motas

Likes Bikes
I haven't got a clue what the shocks are set at. Just got them both rebuilt at the local shop and he set them to his best guess. Is there a sag % you guys would recommend? I should probably do some reading on shock setup.

I really should give the Kona back at some point soon, so a new bike is on the cards regardless but another Kona could definitely be an option.

Thanks for all the help though I really appreciate it. Unfortunately online reviews seem to say the same positive things about almost every bike.
 

motas

Likes Bikes
@motas
Yup. You want it to ramp up real hard.

Play with the kona’s shock and fork though. Can you get volume reducers for the shock +fork? What sag are you running? A quick peruse through a few reviews tout the kona’s manoeuvrability and keenness to bounce off stuff.
Also, could you satisfy my interest. Why would a highly progressive suspension feel firmer and be more playful? So a progressive suspension would be softer at the top of the stroke and firmer towards the end, wouldn't that encourage more pedal bob and soft feeling suspension on small things?
 

Ultra Lord

Beanie Fitment Specialist
Rear shock at 30%, fork 20% and see how that goes. You could have it set up too soft. Play with the rebound after changing sag and going for a run. I reccomend taking a shock pump with you on a ride and testing different pressures. The kona could be amazing and just what you want, but it’s set up too soft.

Also, could you satisfy my interest. Why would a highly progressive suspension feel firmer and be more playful? So a progressive suspension would be softer at the top of the stroke and firmer towards the end, wouldn't that encourage more pedal bob and soft feeling suspension on small things?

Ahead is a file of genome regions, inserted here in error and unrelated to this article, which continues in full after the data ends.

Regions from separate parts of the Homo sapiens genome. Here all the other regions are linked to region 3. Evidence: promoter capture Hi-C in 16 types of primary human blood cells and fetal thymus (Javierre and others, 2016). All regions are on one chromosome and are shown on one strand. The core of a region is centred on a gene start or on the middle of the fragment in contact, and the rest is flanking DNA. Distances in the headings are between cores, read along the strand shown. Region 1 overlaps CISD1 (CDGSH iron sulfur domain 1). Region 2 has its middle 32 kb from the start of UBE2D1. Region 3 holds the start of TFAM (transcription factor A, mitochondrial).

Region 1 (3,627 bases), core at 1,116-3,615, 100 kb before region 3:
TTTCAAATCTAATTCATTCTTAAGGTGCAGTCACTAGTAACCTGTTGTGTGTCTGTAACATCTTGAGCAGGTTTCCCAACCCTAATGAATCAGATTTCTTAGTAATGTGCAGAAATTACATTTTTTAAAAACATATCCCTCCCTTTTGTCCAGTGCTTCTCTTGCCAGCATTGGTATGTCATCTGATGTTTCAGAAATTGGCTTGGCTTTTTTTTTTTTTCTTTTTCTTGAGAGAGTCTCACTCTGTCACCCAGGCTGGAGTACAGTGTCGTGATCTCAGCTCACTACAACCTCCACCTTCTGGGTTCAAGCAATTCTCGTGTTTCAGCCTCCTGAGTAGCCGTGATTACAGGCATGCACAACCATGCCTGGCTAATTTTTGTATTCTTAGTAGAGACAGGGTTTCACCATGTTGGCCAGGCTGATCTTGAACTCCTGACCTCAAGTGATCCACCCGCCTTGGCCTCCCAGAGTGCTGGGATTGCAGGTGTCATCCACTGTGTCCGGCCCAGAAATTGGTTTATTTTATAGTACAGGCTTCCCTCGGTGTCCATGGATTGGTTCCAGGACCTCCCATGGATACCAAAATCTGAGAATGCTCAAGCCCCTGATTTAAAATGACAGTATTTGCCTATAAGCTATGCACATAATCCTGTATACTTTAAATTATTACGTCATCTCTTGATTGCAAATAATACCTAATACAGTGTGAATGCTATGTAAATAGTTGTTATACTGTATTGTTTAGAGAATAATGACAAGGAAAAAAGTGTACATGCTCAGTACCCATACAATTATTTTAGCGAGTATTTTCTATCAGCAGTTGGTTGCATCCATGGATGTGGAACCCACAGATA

Progressive doesn’t necessarily mean soft off the top. Spring rate and dampening will have an effect on that too.
It feels more playful and firmer because when you compress the suspension to bounce of something, you don’t need to push the bike through all of it’s travel to get to the point that will support you so you can jump. It feels like you reach a little platform.

For instance, my transition scout is easier to jump than my banshee spitfire, partly due to to it’s linear to progressive leverage ratio compared with my banshee spitfires progressive to linear (the leverage ratios change from initial travel to bottom out on both bikes). Simply put, I have to compress the spitty alot more than the scout. More than the 15mm difference in rear travel.

I think you might’ve jumped the gun abit here first though, coming off a hardtail onto an enduro bike is gonna feel off. Get the shocks set up for you. A 5% difference in sag changes how a bike feels a fair bit.
 

LPG

Likes Dirt
Are you compressing the suspension by pushing down with your legs prior to a jump or bump you are using to pop off? This is something you wouldn't be doing on a hardtail. Doing this was a big difference to me. I just got my first proper FS a couple months ago and getting this right makes a huge difference as you spring into the lip instead of letting the suspension suck it up.
 

tkdbboy

Likes Dirt
Some good bang for your buck in these:
YT Jeffsy and Canyon Spectral
or go a little bigger with Commencal Clash, YT Capra or Canyon Torque (All of these pedal well for a 'big' bike)
If you're open to 29er then the Commencal Meta TR29 and AM29 are options too.